Once you begin to look for imaginary peaks, you start to see them everywhere: each furrow of crag and hill has its own local myths; each square of map conceals forgotten phantom heights. Each human mind contains innumerable ranges, sparkling like starlight and like snow.
I was so excited to read this; Katie Ives’ writing is always stunning, and this book had me hooked right from the title. Imaginary Peaks is an intriguing exploration of the fascination held by empty spaces on the map, and of mountains that aren’t represented on maps.
Mountaineering has always felt otherwordly to me, lingering somehow right on the edge between reality and a vivid fantasy. There have been moments in the mountains that I’ve later struggled to explain and I’ve always been frustrated by what feels like a huge inability to re-tell my own experiences, so I felt very comforted (and validated!) by Katie’s discussion of the sheer difficulty of fully capturing our experiences in the mountains, let alone the impossibility of trying to pin down such vivid and complex terrain onto a flat piece of paper.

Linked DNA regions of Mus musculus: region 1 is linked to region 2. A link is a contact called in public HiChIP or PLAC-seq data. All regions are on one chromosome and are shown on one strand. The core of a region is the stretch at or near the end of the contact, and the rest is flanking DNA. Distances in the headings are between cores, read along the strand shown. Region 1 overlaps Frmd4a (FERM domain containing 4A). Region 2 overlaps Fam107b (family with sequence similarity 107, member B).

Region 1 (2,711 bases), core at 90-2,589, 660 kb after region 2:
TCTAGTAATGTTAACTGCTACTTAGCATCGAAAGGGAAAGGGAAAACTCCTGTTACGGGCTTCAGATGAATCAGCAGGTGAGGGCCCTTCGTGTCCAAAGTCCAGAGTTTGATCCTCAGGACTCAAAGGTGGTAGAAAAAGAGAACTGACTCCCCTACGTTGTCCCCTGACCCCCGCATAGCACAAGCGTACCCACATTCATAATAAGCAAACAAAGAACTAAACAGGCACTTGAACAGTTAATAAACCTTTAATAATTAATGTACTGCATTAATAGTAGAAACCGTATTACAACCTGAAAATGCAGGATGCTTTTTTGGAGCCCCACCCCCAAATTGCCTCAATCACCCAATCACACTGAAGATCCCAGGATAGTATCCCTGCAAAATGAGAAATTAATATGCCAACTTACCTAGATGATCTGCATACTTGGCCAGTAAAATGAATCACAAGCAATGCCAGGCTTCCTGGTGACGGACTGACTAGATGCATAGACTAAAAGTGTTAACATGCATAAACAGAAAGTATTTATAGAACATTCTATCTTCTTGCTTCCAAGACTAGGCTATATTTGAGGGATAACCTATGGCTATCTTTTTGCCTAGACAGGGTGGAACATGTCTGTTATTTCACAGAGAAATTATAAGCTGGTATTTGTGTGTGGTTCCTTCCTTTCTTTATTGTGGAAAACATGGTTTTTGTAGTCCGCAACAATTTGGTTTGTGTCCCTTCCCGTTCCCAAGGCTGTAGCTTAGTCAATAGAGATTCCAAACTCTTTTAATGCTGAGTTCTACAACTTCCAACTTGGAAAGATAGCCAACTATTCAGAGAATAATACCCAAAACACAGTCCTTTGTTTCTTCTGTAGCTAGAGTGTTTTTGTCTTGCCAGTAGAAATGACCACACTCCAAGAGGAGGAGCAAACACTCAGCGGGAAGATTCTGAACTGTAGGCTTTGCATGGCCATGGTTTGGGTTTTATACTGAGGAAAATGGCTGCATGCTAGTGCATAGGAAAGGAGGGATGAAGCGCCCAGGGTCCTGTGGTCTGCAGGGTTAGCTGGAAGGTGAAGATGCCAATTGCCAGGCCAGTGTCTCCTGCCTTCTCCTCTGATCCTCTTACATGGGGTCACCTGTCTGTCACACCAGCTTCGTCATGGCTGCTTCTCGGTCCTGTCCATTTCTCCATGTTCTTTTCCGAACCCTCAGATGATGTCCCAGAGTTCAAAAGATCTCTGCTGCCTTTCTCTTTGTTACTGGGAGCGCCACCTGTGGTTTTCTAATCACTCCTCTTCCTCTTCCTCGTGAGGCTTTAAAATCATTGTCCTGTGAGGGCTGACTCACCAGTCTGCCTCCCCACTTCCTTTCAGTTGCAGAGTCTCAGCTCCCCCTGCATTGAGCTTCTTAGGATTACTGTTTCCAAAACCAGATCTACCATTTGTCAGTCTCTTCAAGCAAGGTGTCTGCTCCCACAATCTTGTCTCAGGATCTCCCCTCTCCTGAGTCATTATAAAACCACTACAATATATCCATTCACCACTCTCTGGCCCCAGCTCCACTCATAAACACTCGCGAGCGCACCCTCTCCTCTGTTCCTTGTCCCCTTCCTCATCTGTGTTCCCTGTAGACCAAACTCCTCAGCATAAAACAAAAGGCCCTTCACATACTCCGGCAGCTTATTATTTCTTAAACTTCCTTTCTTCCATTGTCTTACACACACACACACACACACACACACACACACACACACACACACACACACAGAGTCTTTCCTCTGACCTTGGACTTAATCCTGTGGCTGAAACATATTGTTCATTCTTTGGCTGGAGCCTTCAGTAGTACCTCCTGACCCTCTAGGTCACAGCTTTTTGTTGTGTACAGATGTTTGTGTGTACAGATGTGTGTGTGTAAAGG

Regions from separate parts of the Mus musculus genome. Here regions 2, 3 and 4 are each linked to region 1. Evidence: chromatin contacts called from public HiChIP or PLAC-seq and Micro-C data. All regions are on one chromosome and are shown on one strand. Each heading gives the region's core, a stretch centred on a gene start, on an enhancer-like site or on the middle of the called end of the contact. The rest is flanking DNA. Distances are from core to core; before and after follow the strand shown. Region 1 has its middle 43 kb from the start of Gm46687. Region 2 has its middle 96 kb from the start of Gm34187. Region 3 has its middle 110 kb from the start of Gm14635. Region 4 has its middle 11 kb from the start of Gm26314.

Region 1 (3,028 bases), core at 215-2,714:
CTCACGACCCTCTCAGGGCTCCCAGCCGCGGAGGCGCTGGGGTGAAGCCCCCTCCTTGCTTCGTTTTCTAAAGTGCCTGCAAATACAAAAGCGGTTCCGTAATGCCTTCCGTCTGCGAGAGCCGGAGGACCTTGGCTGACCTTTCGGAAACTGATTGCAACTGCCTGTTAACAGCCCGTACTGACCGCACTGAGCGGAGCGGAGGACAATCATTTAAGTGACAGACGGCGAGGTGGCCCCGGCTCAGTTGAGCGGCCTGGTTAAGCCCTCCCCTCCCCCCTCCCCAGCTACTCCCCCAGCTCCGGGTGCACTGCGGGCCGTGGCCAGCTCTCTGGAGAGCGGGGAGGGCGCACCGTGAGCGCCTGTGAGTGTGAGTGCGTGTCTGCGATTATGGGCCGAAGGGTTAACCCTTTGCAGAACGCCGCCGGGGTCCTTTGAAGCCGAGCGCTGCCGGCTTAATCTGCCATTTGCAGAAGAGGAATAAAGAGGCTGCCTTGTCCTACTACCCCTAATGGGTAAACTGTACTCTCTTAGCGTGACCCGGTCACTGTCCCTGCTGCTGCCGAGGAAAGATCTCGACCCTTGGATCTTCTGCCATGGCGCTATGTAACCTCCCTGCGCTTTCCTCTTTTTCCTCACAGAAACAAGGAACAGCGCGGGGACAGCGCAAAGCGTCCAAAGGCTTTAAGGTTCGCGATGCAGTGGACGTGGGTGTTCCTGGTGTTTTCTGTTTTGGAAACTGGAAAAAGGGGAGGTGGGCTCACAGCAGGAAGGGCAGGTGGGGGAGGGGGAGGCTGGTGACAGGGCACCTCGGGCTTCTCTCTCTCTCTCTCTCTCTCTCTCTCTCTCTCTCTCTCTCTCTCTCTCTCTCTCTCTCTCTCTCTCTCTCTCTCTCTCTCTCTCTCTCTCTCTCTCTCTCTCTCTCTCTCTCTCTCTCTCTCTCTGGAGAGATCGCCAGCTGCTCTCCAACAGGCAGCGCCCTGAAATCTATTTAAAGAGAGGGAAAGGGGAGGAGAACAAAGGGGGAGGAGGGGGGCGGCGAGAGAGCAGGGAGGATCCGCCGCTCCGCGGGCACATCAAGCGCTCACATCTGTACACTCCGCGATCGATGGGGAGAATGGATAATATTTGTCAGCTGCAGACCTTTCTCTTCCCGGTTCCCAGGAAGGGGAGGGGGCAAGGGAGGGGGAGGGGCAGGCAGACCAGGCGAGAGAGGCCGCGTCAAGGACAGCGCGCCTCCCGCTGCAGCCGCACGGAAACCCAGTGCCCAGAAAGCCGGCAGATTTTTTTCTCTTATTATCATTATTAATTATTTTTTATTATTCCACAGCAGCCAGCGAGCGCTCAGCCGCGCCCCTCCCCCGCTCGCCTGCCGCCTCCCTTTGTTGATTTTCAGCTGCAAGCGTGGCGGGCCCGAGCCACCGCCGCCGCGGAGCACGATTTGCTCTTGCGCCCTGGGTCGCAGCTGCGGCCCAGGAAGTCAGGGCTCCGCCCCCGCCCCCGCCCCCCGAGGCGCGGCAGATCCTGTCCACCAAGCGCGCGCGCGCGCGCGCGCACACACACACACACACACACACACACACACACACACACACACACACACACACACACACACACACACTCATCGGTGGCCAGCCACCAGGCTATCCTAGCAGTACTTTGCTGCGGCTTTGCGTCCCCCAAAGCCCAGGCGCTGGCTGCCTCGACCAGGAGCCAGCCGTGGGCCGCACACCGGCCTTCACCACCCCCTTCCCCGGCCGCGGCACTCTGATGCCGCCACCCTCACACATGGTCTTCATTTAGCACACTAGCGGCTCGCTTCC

Predominantly climbing/outdoors literature, mountaineering history and nature writing.